United Way of Allen County is changing the way it prioritizes its funding, a move that could potentially change the financial landscape for nonprofits in the region.
At the end of June, the agency announced that it had changed its strategic focus, allocating this year’s donations to agencies working in four categories of “core community needs”: educational opportunities, food security, housing stability and access to mental health.
An 18-member task force used data from independent community surveys and consulted with local leaders and residents in 32 meetings called Community Conversations before reaching a decision. The process took more than two years.
“In the past, United Way has been an organization that has told the community what our priorities are,” the organization said in a press release. “The goal of this strategic planning process was to listen to the people of our community…and end up with a distilled and clear course with the needs of community members at the forefront.
Some local nonprofit leaders are unsure how their organizations might be affected.
“It’s a big change, for sure,” said Stacey Stumpf, director of development and marketing for Cancer Services of Northeast Indiana, Fort Wayne, a former recipient of United Way funding. .
Greg Johnson, acting CEO of United Way, said the agency is not giving up on its support for groups working with so-called ALICE residents. ALICE stands for Asset-Limited, Income-Constrained, Employed. The population is commonly referred to as the working poor. In Indiana, about 1 in 4 residents fit the acronym.
But Johnson said he is confident the list of organizations funded by United Way will change and some may not be funded.
“I don’t know who or how exactly. But I know it will happen,” he said. “They may decide that what we do may no longer be what they do.”
Stumpf said cancer wards could feel the pinch. Previously, United Way funds were used to purchase items that cancer patients might suddenly need, such as wheelchairs and walkers, she said. Cancer Services maintains an equipment loan bank to assist these patients.
It doesn’t seem to align with United Way’s new priorities, Stumpf said.
“We are long-time United Way partners,” she said. Cancer services provide education and mental health help, she added, but the new categories are somewhat overstated. “It seems like the areas they’re trying to focus on are areas we’re not usually engaged in.”
Cancer services have received about $12,000 a year from United Way for the past three years, Stumpf said. The group, which is not part of the American Cancer Society, depends entirely on donations from foundations and individuals, she said.
As the nonprofit faces an increase in people seeking help, “we know we’re going to have to work a little harder to get donations,” Stumpf said.
Joe Jordan, president and CEO of Boys & Girls Clubs of Fort Wayne, said United Way’s change in focus is refreshing. But he didn’t know how his organization would be affected.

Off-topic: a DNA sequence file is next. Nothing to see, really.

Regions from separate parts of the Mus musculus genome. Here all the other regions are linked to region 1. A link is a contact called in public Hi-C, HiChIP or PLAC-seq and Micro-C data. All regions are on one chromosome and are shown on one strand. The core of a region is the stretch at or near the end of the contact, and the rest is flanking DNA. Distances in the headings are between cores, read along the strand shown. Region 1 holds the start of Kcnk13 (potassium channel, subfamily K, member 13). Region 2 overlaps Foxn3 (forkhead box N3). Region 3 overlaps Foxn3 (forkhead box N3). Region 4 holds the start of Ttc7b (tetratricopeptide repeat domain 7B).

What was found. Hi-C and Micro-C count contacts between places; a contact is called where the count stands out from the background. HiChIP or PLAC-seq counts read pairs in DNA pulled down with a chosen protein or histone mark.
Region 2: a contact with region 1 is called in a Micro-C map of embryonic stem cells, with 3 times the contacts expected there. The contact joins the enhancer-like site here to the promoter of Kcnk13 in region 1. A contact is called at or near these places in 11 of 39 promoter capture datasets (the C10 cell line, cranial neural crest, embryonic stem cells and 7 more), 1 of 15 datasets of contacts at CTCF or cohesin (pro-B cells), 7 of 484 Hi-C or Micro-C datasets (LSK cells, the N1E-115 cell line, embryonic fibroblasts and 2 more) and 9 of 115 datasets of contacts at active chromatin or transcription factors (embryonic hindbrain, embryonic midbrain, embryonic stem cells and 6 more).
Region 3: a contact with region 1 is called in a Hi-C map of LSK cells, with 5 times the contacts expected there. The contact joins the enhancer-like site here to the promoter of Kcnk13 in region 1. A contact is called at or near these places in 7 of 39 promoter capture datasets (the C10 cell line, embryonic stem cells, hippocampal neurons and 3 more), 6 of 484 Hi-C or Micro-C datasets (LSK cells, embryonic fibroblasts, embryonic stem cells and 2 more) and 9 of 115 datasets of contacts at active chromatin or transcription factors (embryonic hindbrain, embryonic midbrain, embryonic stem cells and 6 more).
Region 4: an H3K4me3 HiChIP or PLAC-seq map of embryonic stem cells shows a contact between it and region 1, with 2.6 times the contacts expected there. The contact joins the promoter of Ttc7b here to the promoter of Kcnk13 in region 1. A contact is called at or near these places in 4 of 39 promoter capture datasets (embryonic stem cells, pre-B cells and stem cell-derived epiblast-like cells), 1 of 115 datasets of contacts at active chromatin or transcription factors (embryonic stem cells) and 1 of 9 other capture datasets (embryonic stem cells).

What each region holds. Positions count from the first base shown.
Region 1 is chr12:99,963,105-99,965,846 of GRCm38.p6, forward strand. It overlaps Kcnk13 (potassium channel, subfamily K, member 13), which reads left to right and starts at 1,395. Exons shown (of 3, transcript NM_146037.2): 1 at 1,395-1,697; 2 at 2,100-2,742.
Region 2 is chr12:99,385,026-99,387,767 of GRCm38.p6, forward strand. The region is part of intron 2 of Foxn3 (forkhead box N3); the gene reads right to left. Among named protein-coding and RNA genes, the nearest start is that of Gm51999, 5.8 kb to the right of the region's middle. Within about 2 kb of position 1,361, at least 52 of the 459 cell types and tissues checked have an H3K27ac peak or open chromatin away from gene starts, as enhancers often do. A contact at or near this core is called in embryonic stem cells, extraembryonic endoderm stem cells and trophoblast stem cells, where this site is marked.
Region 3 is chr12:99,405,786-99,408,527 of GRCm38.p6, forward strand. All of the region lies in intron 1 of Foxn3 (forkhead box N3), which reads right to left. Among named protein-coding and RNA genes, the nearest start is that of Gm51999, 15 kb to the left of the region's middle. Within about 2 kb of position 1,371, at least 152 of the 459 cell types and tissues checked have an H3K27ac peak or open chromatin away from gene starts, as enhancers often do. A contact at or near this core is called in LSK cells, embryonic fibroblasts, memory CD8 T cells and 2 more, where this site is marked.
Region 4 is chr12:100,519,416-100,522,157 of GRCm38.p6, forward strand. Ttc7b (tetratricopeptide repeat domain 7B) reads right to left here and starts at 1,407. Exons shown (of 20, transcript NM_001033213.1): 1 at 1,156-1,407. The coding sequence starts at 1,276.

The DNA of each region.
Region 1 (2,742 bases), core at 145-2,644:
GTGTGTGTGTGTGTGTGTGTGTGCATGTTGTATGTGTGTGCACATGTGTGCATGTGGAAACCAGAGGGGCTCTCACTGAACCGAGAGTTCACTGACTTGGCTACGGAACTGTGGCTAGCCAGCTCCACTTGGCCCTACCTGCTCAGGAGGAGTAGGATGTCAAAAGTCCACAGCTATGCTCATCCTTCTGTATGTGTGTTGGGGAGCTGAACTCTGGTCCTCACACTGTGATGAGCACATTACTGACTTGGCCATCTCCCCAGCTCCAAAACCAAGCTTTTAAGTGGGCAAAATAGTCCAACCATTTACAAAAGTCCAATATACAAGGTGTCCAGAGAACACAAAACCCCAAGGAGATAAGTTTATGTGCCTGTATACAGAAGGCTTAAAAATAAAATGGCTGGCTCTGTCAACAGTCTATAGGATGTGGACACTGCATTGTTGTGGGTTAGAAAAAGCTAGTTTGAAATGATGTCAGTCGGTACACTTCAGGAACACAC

“I’m glad they’re looking at the allocation process. I think they should do it regularly because things are constantly changing,” he said. “We have a lot of new nonprofits starting up in addition to those that have been around for years, and I would like (funding) to be fair and equitable for them.”
United Way contributes about $50,000 a year to the Boys & Girls Club’s $3.8 million budget, Jordan said. One program, Project Learn, is focused on education, offering homework help and tutoring to underserved students from kindergarten through high school, so he thinks it would fit the funding categories. But he was not sure if the level of funding would stay the same.
The Rev. Roger Reece, executive pastor of Associated Churches of Fort Wayne and Allen County, another United Way agency, supports the new approach.
“I think it’s a good thing that United Way is targeting their areas of need,” he said, adding that he was impressed with the process used to determine them. “I think targeted impact is a good thing, and I think the Associated Churches are part of that as well.”
Associated Churches operates a neighborhood food bank program and has sponsored a program to match churches with neighborhood school students.
Not only is the way recipients are funded changing. The same goes for how donors can designate contributions. Previously, donors could designate specific agencies where they wanted their money to go, but this option will disappear in the next campaign.
“We will no longer have designated agencies. We will have (concentration) areas as designations,” Johnson said. This means that a donor will not be able to send their contribution to The Rescue Mission, for example. But the donor could request that the donation go to the Housing Stability shelter.
Johnson added “it’s hard to say” how the new approach might affect the dollar amount donated to United Way. But he acknowledged that in recent years United Way has struggled somewhat in that there are fewer people working in big business and unions who have been the usual donors.
People are also increasingly donating to causes they find online, he said. And, recently, the coronavirus pandemic has affected donations due to lower revenues.
The shift to targeted giving isn’t unique to the local United Way – it’s being emphasized across the organization nationally.
United Way of Allen County has raised about $3 million a year in recent years and about 7,000 to 10,000 people have contributed, Johnson said. United Way funded approximately 45 agencies.
“We want people to understand that United Way cannot solve all the problems in our areas (of concentration). We’re not going to solve homelessness or access to mental health,” Johnson said. “Our goal is to move the needle in a positive way…and make an impact.”